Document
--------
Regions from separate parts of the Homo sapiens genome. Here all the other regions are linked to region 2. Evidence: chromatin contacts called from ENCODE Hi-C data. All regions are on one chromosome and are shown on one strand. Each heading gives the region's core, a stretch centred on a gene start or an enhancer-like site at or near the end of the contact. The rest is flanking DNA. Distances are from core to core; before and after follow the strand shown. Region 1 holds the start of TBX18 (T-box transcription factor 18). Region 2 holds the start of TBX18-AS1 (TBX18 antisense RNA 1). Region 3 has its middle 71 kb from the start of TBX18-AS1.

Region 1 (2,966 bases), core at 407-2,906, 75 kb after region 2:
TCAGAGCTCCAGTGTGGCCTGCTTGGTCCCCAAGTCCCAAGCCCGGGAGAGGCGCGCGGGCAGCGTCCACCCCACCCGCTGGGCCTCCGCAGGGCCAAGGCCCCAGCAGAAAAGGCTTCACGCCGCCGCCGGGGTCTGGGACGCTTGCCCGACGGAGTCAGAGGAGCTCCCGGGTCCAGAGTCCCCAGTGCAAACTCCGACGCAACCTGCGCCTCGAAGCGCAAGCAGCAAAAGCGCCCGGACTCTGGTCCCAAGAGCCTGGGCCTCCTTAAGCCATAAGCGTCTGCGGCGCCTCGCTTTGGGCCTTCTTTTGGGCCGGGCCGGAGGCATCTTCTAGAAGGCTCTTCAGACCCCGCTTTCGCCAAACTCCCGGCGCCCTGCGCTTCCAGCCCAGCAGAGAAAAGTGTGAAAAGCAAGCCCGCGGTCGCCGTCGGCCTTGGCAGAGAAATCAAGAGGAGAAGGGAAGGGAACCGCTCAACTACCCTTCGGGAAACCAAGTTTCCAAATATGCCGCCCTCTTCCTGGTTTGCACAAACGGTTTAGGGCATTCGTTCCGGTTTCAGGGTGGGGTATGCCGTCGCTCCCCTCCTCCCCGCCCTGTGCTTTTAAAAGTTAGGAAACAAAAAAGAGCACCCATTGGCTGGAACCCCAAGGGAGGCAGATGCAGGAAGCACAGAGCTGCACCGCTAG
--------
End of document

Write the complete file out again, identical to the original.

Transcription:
Regions from separate parts of the Homo sapiens genome. Here all the other regions are linked to region 2. Evidence: chromatin contacts called from ENCODE Hi-C data. All regions are on one chromosome and are shown on one strand. Each heading gives the region's core, a stretch centred on a gene start or an enhancer-like site at or near the end of the contact. The rest is flanking DNA. Distances are from core to core; before and after follow the strand shown. Region 1 holds the start of TBX18 (T-box transcription factor 18). Region 2 holds the start of TBX18-AS1 (TBX18 antisense RNA 1). Region 3 has its middle 71 kb from the start of TBX18-AS1.

Region 1 (2,966 bases), core at 407-2,906, 75 kb after region 2:
TCAGAGCTCCAGTGTGGCCTGCTTGGTCCCCAAGTCCCAAGCCCGGGAGAGGCGCGCGGGCAGCGTCCACCCCACCCGCTGGGCCTCCGCAGGGCCAAGGCCCCAGCAGAAAAGGCTTCACGCCGCCGCCGGGGTCTGGGACGCTTGCCCGACGGAGTCAGAGGAGCTCCCGGGTCCAGAGTCCCCAGTGCAAACTCCGACGCAACCTGCGCCTCGAAGCGCAAGCAGCAAAAGCGCCCGGACTCTGGTCCCAAGAGCCTGGGCCTCCTTAAGCCATAAGCGTCTGCGGCGCCTCGCTTTGGGCCTTCTTTTGGGCCGGGCCGGAGGCATCTTCTAGAAGGCTCTTCAGACCCCGCTTTCGCCAAACTCCCGGCGCCCTGCGCTTCCAGCCCAGCAGAGAAAAGTGTGAAAAGCAAGCCCGCGGTCGCCGTCGGCCTTGGCAGAGAAATCAAGAGGAGAAGGGAAGGGAACCGCTCAACTACCCTTCGGGAAACCAAGTTTCCAAATATGCCGCCCTCTTCCTGGTTTGCACAAACGGTTTAGGGCATTCGTTCCGGTTTCAGGGTGGGGTATGCCGTCGCTCCCCTCCTCCCCGCCCTGTGCTTTTAAAAGTTAGGAAACAAAAAAGAGCACCCATTGGCTGGAACCCCAAGGGAGGCAGATGCAGGAAGCACAGAGCTGCACCGCTAG